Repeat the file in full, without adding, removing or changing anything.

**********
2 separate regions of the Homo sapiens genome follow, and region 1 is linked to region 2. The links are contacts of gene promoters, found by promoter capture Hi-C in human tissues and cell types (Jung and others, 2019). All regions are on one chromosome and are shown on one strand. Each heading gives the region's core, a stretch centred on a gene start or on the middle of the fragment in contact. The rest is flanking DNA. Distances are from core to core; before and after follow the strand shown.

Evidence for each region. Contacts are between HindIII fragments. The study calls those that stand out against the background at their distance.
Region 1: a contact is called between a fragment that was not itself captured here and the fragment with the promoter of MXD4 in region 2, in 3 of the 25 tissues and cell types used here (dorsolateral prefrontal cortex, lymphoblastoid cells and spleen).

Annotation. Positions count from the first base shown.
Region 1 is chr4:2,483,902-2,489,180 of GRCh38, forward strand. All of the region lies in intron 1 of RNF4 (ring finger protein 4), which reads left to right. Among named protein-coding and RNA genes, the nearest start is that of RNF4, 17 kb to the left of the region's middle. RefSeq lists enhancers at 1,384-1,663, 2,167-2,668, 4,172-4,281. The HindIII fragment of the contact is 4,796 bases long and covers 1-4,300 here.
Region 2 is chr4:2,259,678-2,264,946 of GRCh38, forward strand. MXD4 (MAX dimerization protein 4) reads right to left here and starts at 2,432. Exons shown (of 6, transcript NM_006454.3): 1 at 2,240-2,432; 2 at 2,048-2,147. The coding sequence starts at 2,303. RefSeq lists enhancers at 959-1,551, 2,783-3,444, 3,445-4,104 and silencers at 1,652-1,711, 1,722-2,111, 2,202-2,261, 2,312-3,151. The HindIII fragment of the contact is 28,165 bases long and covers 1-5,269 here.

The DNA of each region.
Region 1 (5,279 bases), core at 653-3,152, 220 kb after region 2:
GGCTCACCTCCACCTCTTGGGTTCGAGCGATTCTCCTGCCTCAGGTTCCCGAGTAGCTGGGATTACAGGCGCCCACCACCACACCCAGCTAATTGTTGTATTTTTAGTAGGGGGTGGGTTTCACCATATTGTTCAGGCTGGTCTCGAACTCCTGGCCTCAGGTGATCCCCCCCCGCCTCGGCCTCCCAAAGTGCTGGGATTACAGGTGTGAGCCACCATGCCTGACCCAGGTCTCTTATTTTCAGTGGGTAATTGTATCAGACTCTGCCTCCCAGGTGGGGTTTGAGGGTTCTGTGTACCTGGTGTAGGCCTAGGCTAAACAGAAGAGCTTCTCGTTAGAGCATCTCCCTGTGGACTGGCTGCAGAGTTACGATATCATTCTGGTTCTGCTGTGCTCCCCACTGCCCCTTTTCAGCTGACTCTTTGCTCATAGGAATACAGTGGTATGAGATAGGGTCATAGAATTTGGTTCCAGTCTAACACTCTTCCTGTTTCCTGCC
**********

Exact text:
2 separate regions of the Homo sapiens genome follow, and region 1 is linked to region 2. The links are contacts of gene promoters, found by promoter capture Hi-C in human tissues and cell types (Jung and others, 2019). All regions are on one chromosome and are shown on one strand. Each heading gives the region's core, a stretch centred on a gene start or on the middle of the fragment in contact. The rest is flanking DNA. Distances are from core to core; before and after follow the strand shown.

Evidence for each region. Contacts are between HindIII fragments. The study calls those that stand out against the background at their distance.
Region 1: a contact is called between a fragment that was not itself captured here and the fragment with the promoter of MXD4 in region 2, in 3 of the 25 tissues and cell types used here (dorsolateral prefrontal cortex, lymphoblastoid cells and spleen).

Annotation. Positions count from the first base shown.
Region 1 is chr4:2,483,902-2,489,180 of GRCh38, forward strand. All of the region lies in intron 1 of RNF4 (ring finger protein 4), which reads left to right. Among named protein-coding and RNA genes, the nearest start is that of RNF4, 17 kb to the left of the region's middle. RefSeq lists enhancers at 1,384-1,663, 2,167-2,668, 4,172-4,281. The HindIII fragment of the contact is 4,796 bases long and covers 1-4,300 here.
Region 2 is chr4:2,259,678-2,264,946 of GRCh38, forward strand. MXD4 (MAX dimerization protein 4) reads right to left here and starts at 2,432. Exons shown (of 6, transcript NM_006454.3): 1 at 2,240-2,432; 2 at 2,048-2,147. The coding sequence starts at 2,303. RefSeq lists enhancers at 959-1,551, 2,783-3,444, 3,445-4,104 and silencers at 1,652-1,711, 1,722-2,111, 2,202-2,261, 2,312-3,151. The HindIII fragment of the contact is 28,165 bases long and covers 1-5,269 here.

The DNA of each region.
Region 1 (5,279 bases), core at 653-3,152, 220 kb after region 2:
GGCTCACCTCCACCTCTTGGGTTCGAGCGATTCTCCTGCCTCAGGTTCCCGAGTAGCTGGGATTACAGGCGCCCACCACCACACCCAGCTAATTGTTGTATTTTTAGTAGGGGGTGGGTTTCACCATATTGTTCAGGCTGGTCTCGAACTCCTGGCCTCAGGTGATCCCCCCCCGCCTCGGCCTCCCAAAGTGCTGGGATTACAGGTGTGAGCCACCATGCCTGACCCAGGTCTCTTATTTTCAGTGGGTAATTGTATCAGACTCTGCCTCCCAGGTGGGGTTTGAGGGTTCTGTGTACCTGGTGTAGGCCTAGGCTAAACAGAAGAGCTTCTCGTTAGAGCATCTCCCTGTGGACTGGCTGCAGAGTTACGATATCATTCTGGTTCTGCTGTGCTCCCCACTGCCCCTTTTCAGCTGACTCTTTGCTCATAGGAATACAGTGGTATGAGATAGGGTCATAGAATTTGGTTCCAGTCTAACACTCTTCCTGTTTCCTGCC